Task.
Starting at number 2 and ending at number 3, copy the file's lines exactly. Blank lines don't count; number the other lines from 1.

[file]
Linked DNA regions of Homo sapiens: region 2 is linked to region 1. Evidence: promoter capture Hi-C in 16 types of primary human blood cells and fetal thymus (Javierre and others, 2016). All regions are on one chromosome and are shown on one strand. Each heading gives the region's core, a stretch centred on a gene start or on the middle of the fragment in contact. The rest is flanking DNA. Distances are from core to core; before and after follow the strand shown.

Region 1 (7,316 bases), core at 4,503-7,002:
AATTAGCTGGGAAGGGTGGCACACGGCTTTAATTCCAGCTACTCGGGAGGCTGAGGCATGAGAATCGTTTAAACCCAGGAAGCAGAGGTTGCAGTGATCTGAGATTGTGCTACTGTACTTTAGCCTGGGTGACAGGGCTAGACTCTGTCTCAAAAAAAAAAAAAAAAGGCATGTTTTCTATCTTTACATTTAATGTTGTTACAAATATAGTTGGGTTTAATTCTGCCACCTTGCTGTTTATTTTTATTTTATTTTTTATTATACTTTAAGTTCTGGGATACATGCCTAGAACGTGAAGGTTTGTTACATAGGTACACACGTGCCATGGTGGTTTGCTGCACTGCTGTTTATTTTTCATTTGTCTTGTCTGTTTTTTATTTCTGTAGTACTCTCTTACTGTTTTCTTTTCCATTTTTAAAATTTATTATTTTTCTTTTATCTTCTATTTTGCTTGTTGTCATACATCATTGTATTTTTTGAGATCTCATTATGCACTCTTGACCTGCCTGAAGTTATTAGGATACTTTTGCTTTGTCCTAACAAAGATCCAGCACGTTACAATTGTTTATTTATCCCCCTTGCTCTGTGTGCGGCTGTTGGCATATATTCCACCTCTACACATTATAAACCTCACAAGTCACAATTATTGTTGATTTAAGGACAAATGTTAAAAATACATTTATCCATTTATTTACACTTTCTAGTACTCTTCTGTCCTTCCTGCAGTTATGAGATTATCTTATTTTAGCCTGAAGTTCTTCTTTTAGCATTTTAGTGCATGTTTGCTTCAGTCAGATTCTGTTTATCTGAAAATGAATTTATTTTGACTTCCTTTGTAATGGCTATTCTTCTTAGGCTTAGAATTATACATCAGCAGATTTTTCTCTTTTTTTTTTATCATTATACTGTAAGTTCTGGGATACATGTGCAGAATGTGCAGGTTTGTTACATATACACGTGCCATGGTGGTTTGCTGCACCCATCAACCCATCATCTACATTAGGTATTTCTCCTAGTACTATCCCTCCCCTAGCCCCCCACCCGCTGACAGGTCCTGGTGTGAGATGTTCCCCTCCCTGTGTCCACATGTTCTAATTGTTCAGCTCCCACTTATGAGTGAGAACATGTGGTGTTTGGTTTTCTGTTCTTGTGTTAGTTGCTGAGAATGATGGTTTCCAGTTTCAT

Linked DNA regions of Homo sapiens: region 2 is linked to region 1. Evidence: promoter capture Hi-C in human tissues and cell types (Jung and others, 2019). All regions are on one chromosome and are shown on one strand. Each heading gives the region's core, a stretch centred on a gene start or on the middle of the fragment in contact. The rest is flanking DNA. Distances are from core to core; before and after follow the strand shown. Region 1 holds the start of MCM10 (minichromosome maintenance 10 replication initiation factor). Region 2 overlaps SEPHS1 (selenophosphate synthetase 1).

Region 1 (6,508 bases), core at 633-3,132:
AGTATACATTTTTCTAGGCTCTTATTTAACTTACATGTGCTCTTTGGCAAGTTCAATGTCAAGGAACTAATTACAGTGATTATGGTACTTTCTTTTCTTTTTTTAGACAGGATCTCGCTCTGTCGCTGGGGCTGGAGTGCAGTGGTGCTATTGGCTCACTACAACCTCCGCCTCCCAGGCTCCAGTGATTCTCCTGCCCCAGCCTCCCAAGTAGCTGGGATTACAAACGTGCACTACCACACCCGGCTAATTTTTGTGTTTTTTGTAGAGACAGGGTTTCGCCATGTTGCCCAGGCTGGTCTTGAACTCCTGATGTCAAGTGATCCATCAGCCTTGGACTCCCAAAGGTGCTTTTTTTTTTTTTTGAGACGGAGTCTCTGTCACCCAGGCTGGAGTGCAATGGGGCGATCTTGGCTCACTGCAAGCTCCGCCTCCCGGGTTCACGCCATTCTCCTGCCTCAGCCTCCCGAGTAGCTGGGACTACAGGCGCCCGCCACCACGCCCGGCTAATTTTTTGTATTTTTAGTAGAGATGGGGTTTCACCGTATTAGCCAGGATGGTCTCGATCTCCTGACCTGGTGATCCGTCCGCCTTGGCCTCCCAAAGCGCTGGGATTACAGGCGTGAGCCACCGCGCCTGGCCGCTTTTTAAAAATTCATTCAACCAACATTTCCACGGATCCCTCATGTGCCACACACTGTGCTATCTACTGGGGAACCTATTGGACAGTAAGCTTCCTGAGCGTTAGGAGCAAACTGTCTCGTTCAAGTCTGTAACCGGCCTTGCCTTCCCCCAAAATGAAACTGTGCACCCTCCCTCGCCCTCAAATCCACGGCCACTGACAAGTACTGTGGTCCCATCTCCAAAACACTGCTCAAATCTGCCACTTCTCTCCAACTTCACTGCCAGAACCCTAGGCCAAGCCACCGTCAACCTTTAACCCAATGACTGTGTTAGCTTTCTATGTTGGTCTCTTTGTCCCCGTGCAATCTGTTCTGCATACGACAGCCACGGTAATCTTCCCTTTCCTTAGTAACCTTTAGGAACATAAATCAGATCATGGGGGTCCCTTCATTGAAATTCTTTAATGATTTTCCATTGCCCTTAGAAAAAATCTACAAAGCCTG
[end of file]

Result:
Region 1 (7,316 bases), core at 4,503-7,002:
AATTAGCTGGGAAGGGTGGCACACGGCTTTAATTCCAGCTACTCGGGAGGCTGAGGCATGAGAATCGTTTAAACCCAGGAAGCAGAGGTTGCAGTGATCTGAGATTGTGCTACTGTACTTTAGCCTGGGTGACAGGGCTAGACTCTGTCTCAAAAAAAAAAAAAAAAGGCATGTTTTCTATCTTTACATTTAATGTTGTTACAAATATAGTTGGGTTTAATTCTGCCACCTTGCTGTTTATTTTTATTTTATTTTTTATTATACTTTAAGTTCTGGGATACATGCCTAGAACGTGAAGGTTTGTTACATAGGTACACACGTGCCATGGTGGTTTGCTGCACTGCTGTTTATTTTTCATTTGTCTTGTCTGTTTTTTATTTCTGTAGTACTCTCTTACTGTTTTCTTTTCCATTTTTAAAATTTATTATTTTTCTTTTATCTTCTATTTTGCTTGTTGTCATACATCATTGTATTTTTTGAGATCTCATTATGCACTCTTGACCTGCCTGAAGTTATTAGGATACTTTTGCTTTGTCCTAACAAAGATCCAGCACGTTACAATTGTTTATTTATCCCCCTTGCTCTGTGTGCGGCTGTTGGCATATATTCCACCTCTACACATTATAAACCTCACAAGTCACAATTATTGTTGATTTAAGGACAAATGTTAAAAATACATTTATCCATTTATTTACACTTTCTAGTACTCTTCTGTCCTTCCTGCAGTTATGAGATTATCTTATTTTAGCCTGAAGTTCTTCTTTTAGCATTTTAGTGCATGTTTGCTTCAGTCAGATTCTGTTTATCTGAAAATGAATTTATTTTGACTTCCTTTGTAATGGCTATTCTTCTTAGGCTTAGAATTATACATCAGCAGATTTTTCTCTTTTTTTTTTATCATTATACTGTAAGTTCTGGGATACATGTGCAGAATGTGCAGGTTTGTTACATATACACGTGCCATGGTGGTTTGCTGCACCCATCAACCCATCATCTACATTAGGTATTTCTCCTAGTACTATCCCTCCCCTAGCCCCCCACCCGCTGACAGGTCCTGGTGTGAGATGTTCCCCTCCCTGTGTCCACATGTTCTAATTGTTCAGCTCCCACTTATGAGTGAGAACATGTGGTGTTTGGTTTTCTGTTCTTGTGTTAGTTGCTGAGAATGATGGTTTCCAGTTTCAT